HOMEBREW Digest #1308 Mon 27 December 1993

Digest #1307 Digest #1309

		Rob Gardner, Digest Coordinator

  Kirschenbier (Conan)
  Carboys in Texas (seiferth)
  Addition of water at time of bottling ("Timothy R. Peters")
  Re: A-B Boycott? (dbell)
  Hop Storage (Mark Garetz)
  Kirschenbier results ("Steven W. Smith")

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---------------------------------------------------------------------- Date: Sat, 25 Dec 1993 14:18:59 -0800 From: pascal at netcom.com (Conan) Subject: Kirschenbier ( Catching up on old Home Brew Digests ... ) "Date: 01 Dec 1993 00:35:24 -0700 (MST) From: "Steven W. Smith" <SMITH_S at gc.maricopa.edu> Subject: Kirschenbier and stream of consciousness "Whenever I can find cherrys again, I plan to try adding them to my standard bock. It seems reasonable (to me) to wash the whole fruit in a mild bleach solution, rinse, dry, smash (how?), force into a carboy (how?), then siphon from the primary onto them. I'm thinking about 10 pounds of cherries to a 5 gallon batch. Maybe freezing/thawing before smashing? Do the pits matter? Any comments appreciated, I'm flying blind." I was brewing a cherry-lemon-orange mead recently, and, lacking the cherries, I wandered down to the local corner store and browsed through their freezer. I found a wide variety of reasonably-priced two-pound packages of frozen and pitted fruit. I read the label carefully, and could find no preservatives on the package mentioned anywhere. I bought a couple of pounds of black bing cherries, took them home, and pulped them with a metal meat tenderizer that I had at hand ( like a hammer, but square, its working surface(s) covered by variously sized small pyramid-shaped teeth, so that one may tenderize to the degree of pulpiness desired :-), then added them to the hot protomead I had near a boil, in the pot at hand. So, cherries do not _seem_ to be hard to find, if one looks creatively. I don't see much difference between picking them myself, pitting them myself, freezing them myself ... and buying them in that last state ... except for a few hundred thousand calories of energy and a lot of time. The idea of rinsing fruit in a bleach solution, no matter how weak, sounds unwise. I've heard other solutions suggested, um, copper permanganate, maybe ? ( Don't take this, alone, as sufficient authority for using it. ) Hydrogen peroxide, I understand, is used by food processors ( according to this list, at least ), for sanitation. Generally, freezing and thawing is regarded as effective at killing a lot of infective organisms, or at least putting them into a quiet state. Freezing and thawing also breaks cell walls and allows flavoring elements to flow out more easily. And, of course, dropping tenderized fruit into a boiling liquid solution is regarded as suitable for any serious sanitation, or at least, a solution over 170 Fahrenheit. - -- richard "Think of it as evolution in action." richard childers pascal at netcom.com Return to table of contents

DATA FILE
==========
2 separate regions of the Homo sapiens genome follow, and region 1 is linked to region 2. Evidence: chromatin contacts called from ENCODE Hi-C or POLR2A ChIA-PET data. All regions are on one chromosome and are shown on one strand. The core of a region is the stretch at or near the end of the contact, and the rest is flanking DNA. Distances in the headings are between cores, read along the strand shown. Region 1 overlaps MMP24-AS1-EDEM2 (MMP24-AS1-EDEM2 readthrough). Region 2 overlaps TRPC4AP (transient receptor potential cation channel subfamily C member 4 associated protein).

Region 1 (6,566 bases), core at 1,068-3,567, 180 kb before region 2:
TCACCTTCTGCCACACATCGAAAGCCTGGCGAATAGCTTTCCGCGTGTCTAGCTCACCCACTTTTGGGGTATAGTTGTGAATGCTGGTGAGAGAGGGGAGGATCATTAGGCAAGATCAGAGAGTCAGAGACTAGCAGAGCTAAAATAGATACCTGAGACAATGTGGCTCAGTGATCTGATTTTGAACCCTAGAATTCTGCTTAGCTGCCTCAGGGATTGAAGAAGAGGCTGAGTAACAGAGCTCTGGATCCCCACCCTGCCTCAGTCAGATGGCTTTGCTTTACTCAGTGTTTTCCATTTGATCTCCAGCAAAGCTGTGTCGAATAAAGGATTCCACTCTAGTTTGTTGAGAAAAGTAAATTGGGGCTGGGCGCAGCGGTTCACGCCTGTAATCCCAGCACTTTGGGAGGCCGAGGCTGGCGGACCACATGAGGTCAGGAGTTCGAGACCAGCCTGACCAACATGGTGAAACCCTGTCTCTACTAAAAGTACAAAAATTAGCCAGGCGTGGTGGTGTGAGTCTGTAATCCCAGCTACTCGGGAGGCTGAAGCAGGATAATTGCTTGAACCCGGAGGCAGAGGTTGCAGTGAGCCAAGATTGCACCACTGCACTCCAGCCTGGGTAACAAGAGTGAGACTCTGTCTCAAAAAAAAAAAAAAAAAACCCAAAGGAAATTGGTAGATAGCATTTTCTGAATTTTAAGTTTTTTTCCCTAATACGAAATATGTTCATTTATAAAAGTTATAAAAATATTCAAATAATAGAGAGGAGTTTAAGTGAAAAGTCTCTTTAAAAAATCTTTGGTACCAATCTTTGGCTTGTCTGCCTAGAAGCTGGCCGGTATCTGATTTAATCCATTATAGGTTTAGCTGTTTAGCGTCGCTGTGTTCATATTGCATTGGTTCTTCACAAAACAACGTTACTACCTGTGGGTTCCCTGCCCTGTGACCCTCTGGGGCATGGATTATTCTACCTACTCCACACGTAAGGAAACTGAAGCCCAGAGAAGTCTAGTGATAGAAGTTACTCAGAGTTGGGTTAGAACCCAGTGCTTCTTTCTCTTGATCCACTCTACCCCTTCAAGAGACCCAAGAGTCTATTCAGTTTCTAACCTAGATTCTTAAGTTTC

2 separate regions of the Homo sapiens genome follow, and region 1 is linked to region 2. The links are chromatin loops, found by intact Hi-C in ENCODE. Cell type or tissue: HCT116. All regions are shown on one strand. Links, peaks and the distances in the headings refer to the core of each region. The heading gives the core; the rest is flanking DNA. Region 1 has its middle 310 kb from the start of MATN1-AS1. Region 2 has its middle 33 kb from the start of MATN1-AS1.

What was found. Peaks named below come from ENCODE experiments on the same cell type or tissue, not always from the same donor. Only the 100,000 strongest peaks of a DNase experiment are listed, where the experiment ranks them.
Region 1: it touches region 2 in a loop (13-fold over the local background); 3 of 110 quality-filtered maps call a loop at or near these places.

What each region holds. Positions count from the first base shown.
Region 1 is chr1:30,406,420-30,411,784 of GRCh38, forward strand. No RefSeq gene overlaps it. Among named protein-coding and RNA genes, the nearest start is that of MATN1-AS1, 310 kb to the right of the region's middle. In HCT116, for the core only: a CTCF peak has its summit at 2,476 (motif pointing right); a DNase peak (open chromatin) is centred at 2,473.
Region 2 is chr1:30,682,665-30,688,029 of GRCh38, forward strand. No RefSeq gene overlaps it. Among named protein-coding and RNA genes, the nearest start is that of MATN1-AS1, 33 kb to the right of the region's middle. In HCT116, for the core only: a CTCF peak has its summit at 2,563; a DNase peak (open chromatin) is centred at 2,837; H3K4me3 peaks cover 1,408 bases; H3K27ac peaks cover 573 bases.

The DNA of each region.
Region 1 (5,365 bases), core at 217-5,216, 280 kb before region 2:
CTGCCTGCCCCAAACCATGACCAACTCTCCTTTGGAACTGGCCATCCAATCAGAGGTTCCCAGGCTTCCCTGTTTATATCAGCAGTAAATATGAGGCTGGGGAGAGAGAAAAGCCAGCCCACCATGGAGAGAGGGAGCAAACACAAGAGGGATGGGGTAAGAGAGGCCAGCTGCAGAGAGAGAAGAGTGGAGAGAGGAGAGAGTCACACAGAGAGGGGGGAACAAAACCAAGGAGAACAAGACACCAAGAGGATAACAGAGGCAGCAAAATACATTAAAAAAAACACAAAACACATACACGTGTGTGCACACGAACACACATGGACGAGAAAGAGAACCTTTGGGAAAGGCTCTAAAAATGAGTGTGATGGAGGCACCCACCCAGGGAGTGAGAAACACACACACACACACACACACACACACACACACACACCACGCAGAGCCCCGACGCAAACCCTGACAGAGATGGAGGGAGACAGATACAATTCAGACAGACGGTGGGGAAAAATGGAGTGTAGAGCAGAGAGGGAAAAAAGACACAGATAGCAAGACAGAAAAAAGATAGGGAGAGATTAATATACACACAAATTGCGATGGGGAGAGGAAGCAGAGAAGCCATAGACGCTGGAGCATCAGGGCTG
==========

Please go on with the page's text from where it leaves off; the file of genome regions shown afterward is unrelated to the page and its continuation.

Date: Sat, 25 Dec 93 21:29:14 MST From: seiferth at cs.unm.edu Subject: Carboys in Texas I once had the address of a place in San Antonio which offer 7 gal carboys at very reasonable prices. I'm going there shortly and would like to pick a few up. Could someone send me the tele. number or address? Thanks... Justin seiferrh at bandelier.cs.unm.edu Return to table of contents
Date: 26 Dec 93 00:19:26 EST From: "Timothy R. Peters" <76307.3666 at CompuServe.COM> Subject: Addition of water at time of bottling I recently brewed a partial mash porter. For various undetermined reasons I ended up with a volume that appeared to be under 4 gallons. I waited until fermentation was complete, primed with 3/4 cup corn sugar in 1/2 gallon of water, added it to the beer and bottled. I now have a feeling I should have done something earlier to correct the low volume, or done nothing at all. Was this OK? Since I brewed with enough grain (9 lbs of grain and 3.3 lbs of extract) to make 5 gallons and ended up with what was essentially a concentrated wort, did the the addition of extra water this late do anything to affect the beer aside from lowering the terminal gravity? Thanks for your help and Season's Greetings, Timothy Peters Return to table of contents